Leading a nine-piece group, Mendes revisits his remarkable career in A Night in Rio, the closing concert of the 2011-2012 Jazz Roots series at the Adrienne Arsht Center on Friday night. Brazilian-born Eliane Elias, an exceptional jazz pianist turned chanteuse, completes the bill.

“We play the whole songbook,” Mendes says of the show. “It’s a musical journey back to bossa nova.”
It would be hard to find a better guide.

Classically trained in piano from an early age, Mendes “fell in love” with jazz at 13 after hearing a recording by Dave Brubeck. In time, he formed a trio, recorded his first album (1960’s Dance Moderno, featuring bossa novas and jazz standards) and made a name for himself in the fabled Becos das Garrafas, a small-club circuit in Rio de Janeiro where musicians were developing samba-jazz, a smooth but potent hybrid.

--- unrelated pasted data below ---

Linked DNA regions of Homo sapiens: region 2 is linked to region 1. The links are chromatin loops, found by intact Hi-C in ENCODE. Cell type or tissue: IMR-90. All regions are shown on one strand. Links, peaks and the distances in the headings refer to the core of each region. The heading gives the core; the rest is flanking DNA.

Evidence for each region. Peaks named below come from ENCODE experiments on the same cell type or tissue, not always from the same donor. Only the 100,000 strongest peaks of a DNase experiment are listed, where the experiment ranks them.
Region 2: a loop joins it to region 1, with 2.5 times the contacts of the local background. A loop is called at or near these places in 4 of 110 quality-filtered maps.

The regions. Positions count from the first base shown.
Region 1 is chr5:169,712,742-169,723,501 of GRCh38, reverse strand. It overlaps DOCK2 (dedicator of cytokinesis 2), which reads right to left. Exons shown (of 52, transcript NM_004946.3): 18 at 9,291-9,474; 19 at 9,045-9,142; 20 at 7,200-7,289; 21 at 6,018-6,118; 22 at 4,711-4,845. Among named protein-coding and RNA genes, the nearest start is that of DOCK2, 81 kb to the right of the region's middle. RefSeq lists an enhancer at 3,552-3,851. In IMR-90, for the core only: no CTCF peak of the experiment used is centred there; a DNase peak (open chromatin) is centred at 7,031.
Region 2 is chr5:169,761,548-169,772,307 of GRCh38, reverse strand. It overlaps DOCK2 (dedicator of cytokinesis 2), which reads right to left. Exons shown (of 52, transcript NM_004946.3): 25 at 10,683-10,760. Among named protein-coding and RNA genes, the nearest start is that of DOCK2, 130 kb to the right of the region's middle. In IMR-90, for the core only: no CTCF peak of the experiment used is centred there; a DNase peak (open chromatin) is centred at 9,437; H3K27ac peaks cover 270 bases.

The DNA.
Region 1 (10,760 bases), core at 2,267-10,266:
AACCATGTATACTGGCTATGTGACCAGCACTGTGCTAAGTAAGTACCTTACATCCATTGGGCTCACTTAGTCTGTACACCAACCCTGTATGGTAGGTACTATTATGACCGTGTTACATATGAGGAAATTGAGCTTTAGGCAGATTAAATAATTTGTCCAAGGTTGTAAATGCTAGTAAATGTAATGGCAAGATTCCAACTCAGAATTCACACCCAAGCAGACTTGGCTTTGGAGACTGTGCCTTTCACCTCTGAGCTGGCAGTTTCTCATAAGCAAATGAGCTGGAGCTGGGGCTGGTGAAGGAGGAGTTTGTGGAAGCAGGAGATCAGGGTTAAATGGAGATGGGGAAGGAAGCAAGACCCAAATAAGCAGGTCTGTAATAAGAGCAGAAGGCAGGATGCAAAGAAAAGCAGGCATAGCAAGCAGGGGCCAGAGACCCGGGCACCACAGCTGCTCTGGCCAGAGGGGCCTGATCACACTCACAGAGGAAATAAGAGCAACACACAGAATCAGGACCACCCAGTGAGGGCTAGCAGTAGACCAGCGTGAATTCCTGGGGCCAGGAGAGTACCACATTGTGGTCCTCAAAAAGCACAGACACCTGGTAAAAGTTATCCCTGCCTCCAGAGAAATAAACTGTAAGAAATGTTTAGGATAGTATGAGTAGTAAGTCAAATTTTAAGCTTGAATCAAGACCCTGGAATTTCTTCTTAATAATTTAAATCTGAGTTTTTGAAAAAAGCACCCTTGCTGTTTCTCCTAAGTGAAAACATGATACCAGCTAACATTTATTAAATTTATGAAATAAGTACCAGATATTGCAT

Bossa nova was exploding in Brazil, “so instead of playing jazz standards, we would play the great bossa nova songs but with a jazz attitude, meaning we would improvise on them,” he says.

Mendes’ Bossa Rio sextet “was the instrumental band during the bossa nova time,” he says without false modesty.
In November 1962, Mendes and his band were part of the historic concert at Carnegie Hall that introduced to American audiences major figures of bossa nova including Antonio Carlos Jobim, Joao Gilberto, Oscar Castro Neves, Roberto Menescal and Luiz Bonfá.

Some critics judged the concert a fiasco (mainly because of sound problems and disorganization), and years later Jobim would recall it as “total madness,” but it was nonetheless a key moment for bossa nova. (The wave would crest four months later when Jobim, Gilberto, saxophonist Stan Getz and singer Astrud Gilberto recorded Getz/Gilberto and The Girl from Ipanema.)